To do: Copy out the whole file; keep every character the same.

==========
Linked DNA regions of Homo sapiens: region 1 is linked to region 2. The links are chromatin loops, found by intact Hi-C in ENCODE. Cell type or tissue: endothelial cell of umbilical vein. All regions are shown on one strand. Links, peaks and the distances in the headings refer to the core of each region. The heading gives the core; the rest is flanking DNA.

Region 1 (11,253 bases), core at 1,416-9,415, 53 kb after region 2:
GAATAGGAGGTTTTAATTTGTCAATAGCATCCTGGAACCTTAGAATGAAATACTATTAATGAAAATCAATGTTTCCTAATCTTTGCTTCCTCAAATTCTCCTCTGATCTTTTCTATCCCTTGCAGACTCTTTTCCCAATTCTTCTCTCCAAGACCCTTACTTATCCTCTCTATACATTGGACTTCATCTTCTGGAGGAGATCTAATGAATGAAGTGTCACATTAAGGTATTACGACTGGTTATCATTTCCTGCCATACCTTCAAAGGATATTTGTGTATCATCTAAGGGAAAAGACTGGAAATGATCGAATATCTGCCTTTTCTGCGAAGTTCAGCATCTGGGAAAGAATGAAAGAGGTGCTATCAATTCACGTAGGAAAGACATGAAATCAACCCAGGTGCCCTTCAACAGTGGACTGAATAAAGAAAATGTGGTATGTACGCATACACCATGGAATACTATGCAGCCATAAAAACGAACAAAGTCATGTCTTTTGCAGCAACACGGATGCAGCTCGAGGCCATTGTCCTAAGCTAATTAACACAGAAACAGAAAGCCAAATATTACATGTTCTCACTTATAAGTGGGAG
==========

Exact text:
Linked DNA regions of Homo sapiens: region 1 is linked to region 2. The links are chromatin loops, found by intact Hi-C in ENCODE. Cell type or tissue: endothelial cell of umbilical vein. All regions are shown on one strand. Links, peaks and the distances in the headings refer to the core of each region. The heading gives the core; the rest is flanking DNA.

Region 1 (11,253 bases), core at 1,416-9,415, 53 kb after region 2:
GAATAGGAGGTTTTAATTTGTCAATAGCATCCTGGAACCTTAGAATGAAATACTATTAATGAAAATCAATGTTTCCTAATCTTTGCTTCCTCAAATTCTCCTCTGATCTTTTCTATCCCTTGCAGACTCTTTTCCCAATTCTTCTCTCCAAGACCCTTACTTATCCTCTCTATACATTGGACTTCATCTTCTGGAGGAGATCTAATGAATGAAGTGTCACATTAAGGTATTACGACTGGTTATCATTTCCTGCCATACCTTCAAAGGATATTTGTGTATCATCTAAGGGAAAAGACTGGAAATGATCGAATATCTGCCTTTTCTGCGAAGTTCAGCATCTGGGAAAGAATGAAAGAGGTGCTATCAATTCACGTAGGAAAGACATGAAATCAACCCAGGTGCCCTTCAACAGTGGACTGAATAAAGAAAATGTGGTATGTACGCATACACCATGGAATACTATGCAGCCATAAAAACGAACAAAGTCATGTCTTTTGCAGCAACACGGATGCAGCTCGAGGCCATTGTCCTAAGCTAATTAACACAGAAACAGAAAGCCAAATATTACATGTTCTCACTTATAAGTGGGAG